Now, we know that the action of playing volleyball describes a rally and that it takes about 25 minutes to play a set, but it’s important to note that there is time spent in between rallies. Although a rally can last between 4 and 8 seconds, it can take an average of 15 seconds before another rally starts. This time is spent cheering for the last point, getting the ball in the hands of officials, or preparing for a service and the next play.
When a point is scored in volleyball, it is common for players to celebrate and cheer on their successful play. Typically this celebration is kept relatively short as to not delay the game. On average, players will cheer for a couple of seconds.
Getting the Ball
After a point is scored, the ball can often land anywhere in the gymnasium. For the next rally to start, the ball has to get into the hands of the next player in line to serve. Depending on the size of the location, it can take another couple of seconds for the official or player to get his hands on the ball. In competitive settings, there often is one or more official “ball persons” who are in charge of getting the ball in the hands of the next server. They are also tasked with wiping the ball or balls, removing any humidity on the balls coming from the sweat of players.
In volleyball, it is at the discretion of the referee to whistle the start of a rally and require the service to be completed. Following the official whistle, the player serving is allowed up to 8 seconds to perform a service. If the 8 seconds elapse before the service is completed, the referee will cancel the service and award the point and the service to the opposing team. The 8 seconds count is not to be counted aloud and it is up to the referees to count and reinforce this rule.
Between rallies, teams are allowed to substitute a player for another. Substitutions rules vary by competition level but all have a fixed number of substitutions allowed per set. The coach or player has to request a substitution to the officials before they can proceed. The officials have to take note of the substitution after which the players can trade places. Generally, substitutions are short procedures that delay the game for probably less than 20 seconds for each one.
Finally, at the highest competition level, there is another rule/procedure that will often delay a game of volleyball, these are the challenges. Teams are entitled to video challenges where they can request that the play be reviewed each time they believe that a fault is taking place which was not called by the referees, or at the end of a rally when they can ask a review of the referee’s decision concerning the last action in that rally. Teams only have 8 seconds after the play occurs to ask the referee for a challenge. Depending on the competition, the number of challenges available to the team can vary, but usually, it is no more than 3. The processing of a video challenge will usually take up to 30 seconds in total, after which the game will resume. Officials will investigate and look at different camera angles of the play to assess the proper call to make by the referee.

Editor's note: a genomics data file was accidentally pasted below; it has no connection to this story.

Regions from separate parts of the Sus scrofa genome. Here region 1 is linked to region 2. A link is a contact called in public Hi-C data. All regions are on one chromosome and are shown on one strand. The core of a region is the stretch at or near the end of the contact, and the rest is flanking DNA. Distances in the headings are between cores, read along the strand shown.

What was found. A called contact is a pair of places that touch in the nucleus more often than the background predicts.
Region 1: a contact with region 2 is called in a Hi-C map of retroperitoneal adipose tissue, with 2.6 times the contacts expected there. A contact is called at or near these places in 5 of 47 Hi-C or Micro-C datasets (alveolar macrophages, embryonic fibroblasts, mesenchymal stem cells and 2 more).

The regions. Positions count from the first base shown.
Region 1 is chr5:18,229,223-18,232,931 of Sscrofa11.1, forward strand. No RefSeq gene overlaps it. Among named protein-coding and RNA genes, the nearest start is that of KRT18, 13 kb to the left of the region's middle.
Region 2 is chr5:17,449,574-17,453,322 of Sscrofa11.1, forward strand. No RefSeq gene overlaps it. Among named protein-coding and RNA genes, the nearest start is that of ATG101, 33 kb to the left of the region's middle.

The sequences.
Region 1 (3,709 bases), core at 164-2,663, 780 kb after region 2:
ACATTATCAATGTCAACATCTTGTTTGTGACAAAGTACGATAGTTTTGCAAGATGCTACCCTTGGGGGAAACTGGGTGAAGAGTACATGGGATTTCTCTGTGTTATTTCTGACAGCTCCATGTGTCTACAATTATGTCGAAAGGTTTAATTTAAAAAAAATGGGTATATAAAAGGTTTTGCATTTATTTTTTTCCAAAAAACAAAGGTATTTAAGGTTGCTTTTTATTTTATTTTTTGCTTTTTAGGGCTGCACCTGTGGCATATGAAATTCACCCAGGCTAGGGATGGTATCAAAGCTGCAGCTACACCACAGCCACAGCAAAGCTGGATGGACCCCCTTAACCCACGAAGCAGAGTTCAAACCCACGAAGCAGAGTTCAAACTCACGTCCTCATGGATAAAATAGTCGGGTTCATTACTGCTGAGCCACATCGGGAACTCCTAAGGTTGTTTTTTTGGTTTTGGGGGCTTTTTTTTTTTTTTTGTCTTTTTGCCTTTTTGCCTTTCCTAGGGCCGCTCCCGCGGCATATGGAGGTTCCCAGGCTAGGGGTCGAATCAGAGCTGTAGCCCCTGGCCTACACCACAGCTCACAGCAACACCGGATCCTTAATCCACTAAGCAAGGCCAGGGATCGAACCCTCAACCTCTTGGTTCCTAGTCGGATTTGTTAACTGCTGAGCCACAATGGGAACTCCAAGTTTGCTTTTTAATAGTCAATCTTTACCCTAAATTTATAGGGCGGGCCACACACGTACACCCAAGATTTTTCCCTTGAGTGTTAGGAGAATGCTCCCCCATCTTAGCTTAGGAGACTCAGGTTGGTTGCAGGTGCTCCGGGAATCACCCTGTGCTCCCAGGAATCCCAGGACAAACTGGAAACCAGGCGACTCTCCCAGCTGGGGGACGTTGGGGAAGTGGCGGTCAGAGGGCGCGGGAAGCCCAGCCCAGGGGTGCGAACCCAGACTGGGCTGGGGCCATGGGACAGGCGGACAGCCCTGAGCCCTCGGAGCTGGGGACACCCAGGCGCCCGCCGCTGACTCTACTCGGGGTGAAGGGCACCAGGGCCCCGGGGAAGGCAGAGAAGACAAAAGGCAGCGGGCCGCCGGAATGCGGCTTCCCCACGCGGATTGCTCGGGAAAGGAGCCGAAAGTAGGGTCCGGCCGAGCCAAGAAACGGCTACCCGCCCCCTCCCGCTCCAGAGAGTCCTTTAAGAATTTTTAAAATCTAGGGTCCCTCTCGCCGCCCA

This procedure is enforced in high-level competitions organized by the FIVB, the European Volleyball Confederation, etc. The addition of this rule allows some recourse for a team that disagrees with the call of a referee. Volleyball is such a fast-paced game that it is entirely possible that officials may unfortunately call plays improperly. In the end, challenges promote accuracy and fairness in volleyball.
Although it is technically not a part of the gameplay of volleyball, each level of volleyball will have some type of rules providing teams with a warmup session. This warmup is usually used by organizers to set up the net at the proper height, place the antennas, and make other preparations. During this time, both teams will get ready for the game by stretching and preparing. Each team will be given full access to the court to practice services and attacks with the net properly set-up for an equal amount of time. The warmup session can vary in length, but it will generally be between 10 and 30 minutes before the official start of the game.
How long Is a Game of Beach volleyball
A typical game of Beach volleyball is played in a 2-out-of-3 format, with sets to 21 points. The average duration of a set is of 20 minutes. The smaller court, the smaller number of players, the different number of points required to win, are all factors that make the game of beach volleyball a little shorter.
Adding all of these elements together, we can better understand that with all the procedures and rules in a game of volleyball, an average of 25 minutes per set is a sound estimate. To remember this fact, you can remind yourself that the average length of a set of volleyball is the same number in minutes as the number of points needed to win a set.